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Universities primarily exist to educate students and add to the existing knowledge base. University of Utah chemistry professor Vahe Bandarian and former graduate student Karsten Eastman were able to balance both those goals while pursuing patenting on a new invention that resulted from their research.

Bandarian, a chemistry professor, researches enzymes whose function is unknown but give the cell some sort of advantage. “We basically pick a class of enzymes or a class of molecules and then look at every level from how they're made, what the actual enzyme does, all the way down to the atomic level,” Bandarian said. “We are a lot more focused on discovering new and cool chemistry and enzymes.”

When then-graduate student Karsten Eastman joined Bandarian’s lab, Eastman hopped on one of the available projects, and through some serendipity Eastman and Bandarian realized the enzyme they were studying had the potential to change peptide-based therapeutics.

Typically, enzymes have one job to perform, but this particular enzyme was doing a lot more than normal. “We realized that we might be able to apply this to start making better versions of therapeutics already on the market,” Eastman said. “Once we had this aha moment of, ‘Hey, look, we can actually use this molecular machine to do work on a lot of different things,’ that set everything in motion.”

What they discovered was a way to introduce a better alternative to a disulfide bond. Many peptides and proteins in a human body use these disulfides—or a connection between two sulfur atoms—in their structure, essentially dictating how rigid the structure is. The problem is these disulfides can cause compounds to have a short half-life because the structure is easy to break apart, allowing the body to digest it quickly.

“Now that's great when you're trying to regulate things normally within the body. However, from a therapeutic standpoint, that's a big problem,” Eastman said.

Eastman and Bandarian were able to engineer a process by which an enzyme can install a thioether—sulfur to carbon—bond within a peptide, rather than a disulfide. “It's a much stronger bond. And what that allows us to access is a therapeutic that essentially doesn't have that downside of the short half-life,” Eastman said.

The team has taken multiple existing therapeutics, replaced the disulfide with a thioether and demonstrated that the thioether is more stable in biological conditions while also retaining the activity of the original therapeutic.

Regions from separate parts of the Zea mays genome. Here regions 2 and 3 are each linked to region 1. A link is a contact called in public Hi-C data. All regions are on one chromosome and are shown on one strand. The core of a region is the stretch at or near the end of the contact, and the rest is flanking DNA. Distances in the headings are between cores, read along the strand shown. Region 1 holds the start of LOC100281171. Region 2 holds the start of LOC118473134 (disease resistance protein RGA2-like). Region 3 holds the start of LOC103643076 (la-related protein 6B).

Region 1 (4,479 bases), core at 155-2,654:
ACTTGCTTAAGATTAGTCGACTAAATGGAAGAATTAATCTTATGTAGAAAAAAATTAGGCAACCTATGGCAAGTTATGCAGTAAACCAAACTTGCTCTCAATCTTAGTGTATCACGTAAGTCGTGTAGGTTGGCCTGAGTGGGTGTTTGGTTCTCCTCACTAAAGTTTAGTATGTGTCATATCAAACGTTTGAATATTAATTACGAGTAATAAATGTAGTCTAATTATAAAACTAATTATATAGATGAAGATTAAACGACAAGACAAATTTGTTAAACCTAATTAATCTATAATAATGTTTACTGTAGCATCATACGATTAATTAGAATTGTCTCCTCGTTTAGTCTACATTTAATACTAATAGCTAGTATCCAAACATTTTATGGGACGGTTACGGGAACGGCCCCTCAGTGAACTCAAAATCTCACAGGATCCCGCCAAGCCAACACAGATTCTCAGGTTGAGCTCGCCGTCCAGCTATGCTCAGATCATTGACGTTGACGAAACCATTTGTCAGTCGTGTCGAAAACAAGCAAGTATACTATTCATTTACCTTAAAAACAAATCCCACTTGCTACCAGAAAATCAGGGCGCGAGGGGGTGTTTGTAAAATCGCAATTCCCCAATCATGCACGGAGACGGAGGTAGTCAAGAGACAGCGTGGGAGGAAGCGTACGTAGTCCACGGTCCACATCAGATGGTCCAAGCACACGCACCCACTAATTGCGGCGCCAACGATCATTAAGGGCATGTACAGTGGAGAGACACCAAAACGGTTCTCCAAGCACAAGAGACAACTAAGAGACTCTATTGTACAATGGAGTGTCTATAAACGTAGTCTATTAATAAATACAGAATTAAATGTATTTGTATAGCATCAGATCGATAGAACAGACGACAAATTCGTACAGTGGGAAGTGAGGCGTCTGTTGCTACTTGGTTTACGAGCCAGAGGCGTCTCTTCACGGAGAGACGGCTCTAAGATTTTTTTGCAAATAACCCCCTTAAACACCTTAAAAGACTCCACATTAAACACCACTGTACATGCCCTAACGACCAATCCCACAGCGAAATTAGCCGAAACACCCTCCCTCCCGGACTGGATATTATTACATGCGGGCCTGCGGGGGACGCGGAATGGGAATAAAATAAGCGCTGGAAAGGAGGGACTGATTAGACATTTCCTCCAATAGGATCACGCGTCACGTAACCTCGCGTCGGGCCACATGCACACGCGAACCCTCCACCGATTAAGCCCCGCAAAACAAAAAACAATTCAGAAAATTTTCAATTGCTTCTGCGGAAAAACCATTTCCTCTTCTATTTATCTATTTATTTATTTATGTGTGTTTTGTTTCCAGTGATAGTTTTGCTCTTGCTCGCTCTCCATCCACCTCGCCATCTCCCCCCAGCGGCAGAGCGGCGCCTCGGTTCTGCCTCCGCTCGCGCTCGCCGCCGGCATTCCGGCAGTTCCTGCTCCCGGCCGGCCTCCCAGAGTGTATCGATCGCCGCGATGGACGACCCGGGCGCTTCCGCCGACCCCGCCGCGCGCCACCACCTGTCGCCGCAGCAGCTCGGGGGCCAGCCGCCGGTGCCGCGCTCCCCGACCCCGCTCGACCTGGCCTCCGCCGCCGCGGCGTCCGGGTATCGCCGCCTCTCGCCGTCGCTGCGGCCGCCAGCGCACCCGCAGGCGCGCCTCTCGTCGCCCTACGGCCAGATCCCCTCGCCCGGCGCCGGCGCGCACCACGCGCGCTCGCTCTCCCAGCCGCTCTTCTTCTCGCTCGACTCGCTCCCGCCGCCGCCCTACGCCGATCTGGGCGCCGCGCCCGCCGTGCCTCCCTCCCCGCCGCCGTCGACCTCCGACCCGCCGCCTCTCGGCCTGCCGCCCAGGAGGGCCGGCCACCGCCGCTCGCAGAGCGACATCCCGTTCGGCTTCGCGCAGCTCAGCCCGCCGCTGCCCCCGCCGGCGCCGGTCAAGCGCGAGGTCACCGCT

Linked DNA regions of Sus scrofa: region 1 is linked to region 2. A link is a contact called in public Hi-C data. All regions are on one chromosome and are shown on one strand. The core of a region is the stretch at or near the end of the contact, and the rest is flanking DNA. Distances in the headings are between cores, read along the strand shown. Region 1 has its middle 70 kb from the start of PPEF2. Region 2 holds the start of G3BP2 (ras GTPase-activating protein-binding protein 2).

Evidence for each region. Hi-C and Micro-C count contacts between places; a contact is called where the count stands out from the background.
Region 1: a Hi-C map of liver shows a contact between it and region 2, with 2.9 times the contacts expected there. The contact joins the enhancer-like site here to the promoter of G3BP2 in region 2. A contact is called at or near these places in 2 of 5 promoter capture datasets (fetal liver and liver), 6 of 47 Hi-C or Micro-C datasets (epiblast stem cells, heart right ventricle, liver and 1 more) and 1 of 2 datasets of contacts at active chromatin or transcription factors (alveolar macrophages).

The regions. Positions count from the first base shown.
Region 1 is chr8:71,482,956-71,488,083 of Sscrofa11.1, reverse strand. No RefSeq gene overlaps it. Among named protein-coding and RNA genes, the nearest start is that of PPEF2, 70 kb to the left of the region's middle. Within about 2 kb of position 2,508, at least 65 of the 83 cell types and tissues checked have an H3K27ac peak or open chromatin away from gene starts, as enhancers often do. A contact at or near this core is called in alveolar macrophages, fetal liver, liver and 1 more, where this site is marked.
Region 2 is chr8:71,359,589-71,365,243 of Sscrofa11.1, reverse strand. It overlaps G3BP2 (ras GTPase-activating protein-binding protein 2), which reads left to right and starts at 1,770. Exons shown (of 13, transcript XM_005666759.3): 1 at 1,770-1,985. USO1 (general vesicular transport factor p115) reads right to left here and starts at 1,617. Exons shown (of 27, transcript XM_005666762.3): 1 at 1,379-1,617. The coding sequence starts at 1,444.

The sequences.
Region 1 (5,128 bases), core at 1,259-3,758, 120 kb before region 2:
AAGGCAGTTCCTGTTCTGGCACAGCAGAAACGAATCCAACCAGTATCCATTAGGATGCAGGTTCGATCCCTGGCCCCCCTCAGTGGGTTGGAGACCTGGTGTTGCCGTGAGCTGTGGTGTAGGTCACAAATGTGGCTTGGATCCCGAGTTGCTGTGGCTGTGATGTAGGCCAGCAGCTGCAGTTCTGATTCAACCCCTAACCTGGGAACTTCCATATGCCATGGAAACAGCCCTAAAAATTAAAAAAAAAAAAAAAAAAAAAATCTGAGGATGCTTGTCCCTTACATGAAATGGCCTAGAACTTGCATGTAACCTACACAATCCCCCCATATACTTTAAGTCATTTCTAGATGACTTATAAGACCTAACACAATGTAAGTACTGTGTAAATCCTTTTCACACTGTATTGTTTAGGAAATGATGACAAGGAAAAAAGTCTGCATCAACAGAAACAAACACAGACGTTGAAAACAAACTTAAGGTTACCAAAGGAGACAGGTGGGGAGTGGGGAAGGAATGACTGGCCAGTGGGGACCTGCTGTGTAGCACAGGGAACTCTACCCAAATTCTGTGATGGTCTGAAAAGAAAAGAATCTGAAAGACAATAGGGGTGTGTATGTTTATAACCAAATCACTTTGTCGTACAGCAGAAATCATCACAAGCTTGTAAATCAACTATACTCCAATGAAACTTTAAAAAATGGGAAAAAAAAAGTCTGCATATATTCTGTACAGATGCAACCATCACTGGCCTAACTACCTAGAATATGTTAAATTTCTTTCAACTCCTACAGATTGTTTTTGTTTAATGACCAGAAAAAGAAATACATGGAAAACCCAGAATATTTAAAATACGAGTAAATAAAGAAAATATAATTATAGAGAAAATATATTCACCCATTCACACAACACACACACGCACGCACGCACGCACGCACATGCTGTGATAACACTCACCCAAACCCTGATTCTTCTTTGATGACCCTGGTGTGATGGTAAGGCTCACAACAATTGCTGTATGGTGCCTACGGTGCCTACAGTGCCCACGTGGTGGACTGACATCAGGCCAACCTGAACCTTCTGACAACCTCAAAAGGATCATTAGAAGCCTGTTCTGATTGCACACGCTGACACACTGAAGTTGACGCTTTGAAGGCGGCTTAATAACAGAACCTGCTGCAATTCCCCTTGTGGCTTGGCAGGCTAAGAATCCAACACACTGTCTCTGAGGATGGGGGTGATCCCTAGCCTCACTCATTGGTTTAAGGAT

“It's a tool that could be applied across pretty much the entire gamut of peptide or peptide like therapeutic agents,” Bandarian said. “I can't tell you that it can be used to make a cancer drug or a weight loss drug but it could be used for all of the above because it is a tool rather than a particular structure.”

Ongoing learning

When Bandarian and Eastman realized the vast potential for their discovery, they realized they had an obligation to the university to not just continue researching the tool, but to disclose it to the Technology Licensing Office and see where it could go.

“At the end of the day, these are the kinds of things that almost every institution wants to do.  I think, whether you do something with it or not, you should just disclose it and then let the process take place,” Bandarian said. “It doesn't take a lot of effort to get it in the system.”

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For the team, the tech transfer process was a worthwhile learning experience that they went through together. After disclosing the tool to TLO, the rest of the process entailed meeting with patent attorneys, discussing the details of their invention, reading and reviewing drafts of the patent, and eventually forming a startup, Sethera, to help them receive more funding and someday have a marketable product.

In the past, Bandarian had filed some provisional patents, but neither him nor Eastman had been involved in something of this scope until they discovered this tool.

As Eastman’s professor and mentor, Bandarian made it clear from the start that his priority was ensuring that Eastman was able to get published, write his dissertation and graduate. “We have a responsibility to disclose, but I also have a responsibility to graduate students,” Bandarian said. “Never lose sight of the fact that you have that responsibility to your students and that trumps everything else.”

Eastman, meanwhile, was able to learn about intellectual property in a hands-on way while continuing to pursue his graduate degree. He successfully defended his thesis in August 2023 and has stayed on in Bandarian’s lab as a postdoc while also leading Sethera as its CEO.

“Karsten was on every call that we have had with the attorneys from the early days. In fact, the way we did all the disclosures is Karsten would come to my office, sit next to me, and we would type the stuff in together and send it in,” Bandarian said. “I involved him at every step of the way, because at the end of the day, he's the one who wants that experience. So, I made sure that he had experience.”

Watch a recent presentation on the research 


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